The Swahili Coast and Indian Ocean Trade

The original inhabitants of the Swahili Coast were Bantu-speaking Africans, who had migrated east from the continent's interior. They eventually spread up and down the coast, trading with each other, with the people of the interior, and eventually people from other continents.

Swahili coast cultures are diverse African cultures, made up of a confluence of peoples. They are traders and farmers, cattle keepers, & fisher people who have moved and interacted across land and sea for centuries (see chronology table below), and importantly, before the rise of Islam in the late 8th century. Trade is not the only story to tell about the region. 


  1. Swahili means “people of the coast” in Arabic. The coast and its links with external cultures has been overemphasized at the expense of the role of inland populations. For a long time, racist perspectives believed that the uniqueness and cosmopolitan aspects of the Swahili were because the Swahili were Arab immigrants. New scholarship understands the Swahili as home to African populations and similarities between inland and coastal sites show that they were part of the same society. 
  2. A long history of trade of various luxury goods as well as enslaved peoples set the region at the center of global intercontinental networks, linking the Swahili coast to the Arabian peninsula, China, India, and Cambodia, among other places. In the 15th century, Europe – via the Portuguese intrusion and later the Dutch and British – entered this matrix as pirates and as authoritarians seeking trade monopoly because Europe had nothing of great value to trade.
  3. Trade allowed for rich cultural exchange that is evidenced in food, dress, architecture, language, and religion. The KiSwahili language is an archive that offers a rich entry point into study of the region, as it is a Bantu- (African) language to which other words in Arabic and other languages were added .
  4. The key characteristic features of the coastal settlements (e.g. building with coral rock from the Red Sea) developed around the 11th century. Archaeological evidence shows a more active interaction with the maritime world at that time.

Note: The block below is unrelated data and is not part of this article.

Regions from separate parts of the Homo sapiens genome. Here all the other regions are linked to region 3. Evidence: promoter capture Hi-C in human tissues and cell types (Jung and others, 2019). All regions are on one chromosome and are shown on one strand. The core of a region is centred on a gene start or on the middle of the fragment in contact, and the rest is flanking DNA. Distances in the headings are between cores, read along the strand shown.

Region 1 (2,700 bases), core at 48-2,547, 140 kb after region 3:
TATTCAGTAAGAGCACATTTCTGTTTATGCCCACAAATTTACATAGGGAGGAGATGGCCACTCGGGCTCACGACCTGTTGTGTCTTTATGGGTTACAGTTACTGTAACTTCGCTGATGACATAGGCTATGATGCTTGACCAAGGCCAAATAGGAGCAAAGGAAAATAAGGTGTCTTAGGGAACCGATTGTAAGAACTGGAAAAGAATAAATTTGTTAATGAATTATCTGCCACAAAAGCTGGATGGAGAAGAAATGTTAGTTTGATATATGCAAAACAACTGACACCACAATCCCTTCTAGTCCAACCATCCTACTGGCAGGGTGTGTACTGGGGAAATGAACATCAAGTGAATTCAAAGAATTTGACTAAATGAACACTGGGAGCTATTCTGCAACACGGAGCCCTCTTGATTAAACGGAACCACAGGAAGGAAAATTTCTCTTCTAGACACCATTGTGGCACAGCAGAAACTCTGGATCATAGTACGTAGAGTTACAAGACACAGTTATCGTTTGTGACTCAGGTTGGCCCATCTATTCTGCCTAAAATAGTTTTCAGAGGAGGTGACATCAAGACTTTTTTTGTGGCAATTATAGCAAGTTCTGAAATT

5. Many coastal Africans began identifying as Swahili in the 19th and 20th centuries, in the contexts of slavery and imperialism.  When discussing past groups, referring to Swahili (in the sense of ethnic identity) to past populations is anachronistic. This is a valuable lesson for students about the construction and fluidity of Swahili identity.

Unravelling the mystery of Arnhem Land’s ancient African coins
1000-year-old African coins found in Australia.

The five ancient coins, believed to have been minted in present-day Tanzania, date back to the 8th to 15th century AD. They were made of copper, silver, and gold and are thought to have been used as trade currency. The discovery of these coins on the remote and isolated Wessel Islands off the coast of Northern Territory in Australia has led to speculation that ancient East African traders may have reached the continent long before the arrival of Europeans.

The Kilwa Kisiwani with its ancient capital city located on the coast of present-day Tanzania in East Africa, was a powerful empire that controlled the trade of gold, ivory and other valuable goods from the African interior to the Indian Ocean.

The exact explanation for the presence of these coins remains a mystery, and further research and studies are needed to confirm their origin.

How did the five coins from distant Kilwa wind up in the isolated Wessel Islands? Was a shipwreck involved? Could it be that the Portuguese, who had looted Kilwa in 1505, reached the Australian shores with coins from East Africa in their possession? Or was it that Kilwan sailors, renowned as expert navigators all across the sea route between China and Africa, reached Australia? Did they trade with the Indigenous population? Or docked and left? Maybe some stayed.,Australia%20much%20earlier%20than%20thought.

The Red Sea to East Africa and the Arabian Sea: 1328 – 1330

The Sultan of Kilwa was called 'the generous' "on account of the multitude of his gifts and acts of generosity. He used to engage frequently in expeditions to the land of the Zinj people [villagers of the interior], raiding them and taking booty [slaves and other wealth]... He is a man of great humility; he sits with poor brethren, eats with them, and greatly respects men of religion and noble descent." [Gibb, vol. II, pp. 380 - 381]

Indian Ocean Trade Routes


Ancient Arab settlements of the Swahili coast

Often overlooked by visitors to East Africa, the coastal areas of southern Somalia, Kenya, Tanzania and northern Mozambique boast several ruined and extant historical towns of significant cultural importance. Although some receive an increasing number of visitors - especially Stone Town in Zanzibar and Lamu in Kenya - most sites seldom see a single soul. Places like Kilwa Kivinje and Pemba in Tanzania are notable for their remote and isolated location, whilst the city of Mogadishu has been a no go area for years due to the ongoing Somali civil war. With his brief introduction to East Africas Shirazi and Omani mosques, forts and residences, Werner Hermans intends to make a broader public familiar with the presence of world class, African monuments in a part of the continent for which it's early history is commonly only associated with colonial influence.



More links on Coastal History of Africa

Ancient Arab settlements of the Swahili coast

Ancient Arab settlements of the Swahili coast
An introduction to East Africa’s Shirazi and Omani monuments
Ancient Arab settlements of the Swahili [...]
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